NATO continuity and change : the Atlantic Alliance as an institution, organization and force by reference to Articles 4, 5, and 6 of the Washington Treaty
Moran, Daniel J.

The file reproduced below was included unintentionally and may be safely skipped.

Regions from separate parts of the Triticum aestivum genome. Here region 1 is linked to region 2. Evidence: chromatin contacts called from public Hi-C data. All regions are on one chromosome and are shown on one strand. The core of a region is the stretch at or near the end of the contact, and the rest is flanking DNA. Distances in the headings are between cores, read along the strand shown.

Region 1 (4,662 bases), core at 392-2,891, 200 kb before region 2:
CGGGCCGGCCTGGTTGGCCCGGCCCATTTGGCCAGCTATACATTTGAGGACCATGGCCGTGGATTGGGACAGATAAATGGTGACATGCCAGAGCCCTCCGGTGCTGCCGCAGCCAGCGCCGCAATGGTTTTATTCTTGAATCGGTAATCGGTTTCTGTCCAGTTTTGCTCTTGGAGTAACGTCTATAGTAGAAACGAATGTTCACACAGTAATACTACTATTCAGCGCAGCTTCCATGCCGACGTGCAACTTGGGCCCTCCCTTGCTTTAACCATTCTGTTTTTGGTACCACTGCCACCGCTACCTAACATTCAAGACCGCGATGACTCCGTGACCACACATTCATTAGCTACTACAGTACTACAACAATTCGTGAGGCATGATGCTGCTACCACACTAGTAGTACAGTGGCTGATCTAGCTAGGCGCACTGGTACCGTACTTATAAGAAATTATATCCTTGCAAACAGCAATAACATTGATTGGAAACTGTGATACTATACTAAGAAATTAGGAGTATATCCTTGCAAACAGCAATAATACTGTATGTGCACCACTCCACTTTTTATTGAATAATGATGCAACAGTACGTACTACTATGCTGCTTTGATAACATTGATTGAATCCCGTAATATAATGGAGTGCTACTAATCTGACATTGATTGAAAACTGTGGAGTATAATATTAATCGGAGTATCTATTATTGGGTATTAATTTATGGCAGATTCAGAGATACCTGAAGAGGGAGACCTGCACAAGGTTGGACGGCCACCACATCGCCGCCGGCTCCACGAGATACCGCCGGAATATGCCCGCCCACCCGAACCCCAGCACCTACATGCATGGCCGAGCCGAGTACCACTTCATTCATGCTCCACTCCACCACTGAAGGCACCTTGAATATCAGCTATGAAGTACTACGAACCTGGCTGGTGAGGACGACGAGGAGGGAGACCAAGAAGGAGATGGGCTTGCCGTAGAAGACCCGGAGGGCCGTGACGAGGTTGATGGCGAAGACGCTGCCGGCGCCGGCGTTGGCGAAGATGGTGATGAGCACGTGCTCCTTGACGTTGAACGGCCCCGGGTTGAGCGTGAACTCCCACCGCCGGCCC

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This thesis examines the evolution of NATO as an institution in the International System by reference to Articles 4, 5 and 6 of the Washington Treaty of 1949. Initially, the thesis considers NATO from an international relations perspective. It then proceeds to examine the institutional evolutionary process of the Alliance since its inception and implementation in 1949. Furthermore, it explores the significance and the meaning of the aforementioned Articles. This thesis utilizes the case study method and refers to four distinct events that have shaped allied policies and strategies: the Suez Crisis of 1956, the establishment of the politico-military consultation process, the Yom Kippur War (1973), and the end of the Cold War (1989-1991). It also examines the allied policies after the events of September 11, 2001. Moreover, it identifies a general pattern of events pertinent to crisis creation inside NATO when the organization is facing a defense issue outside the Euro-Atlantic area. Finally, the thesis concludes that NATO is more than an ordinary military Alliance, as advocated by its longevity, agility and adaptability, which allows the Alliance to maintain a central position in the International System as a robust politico-military organization.
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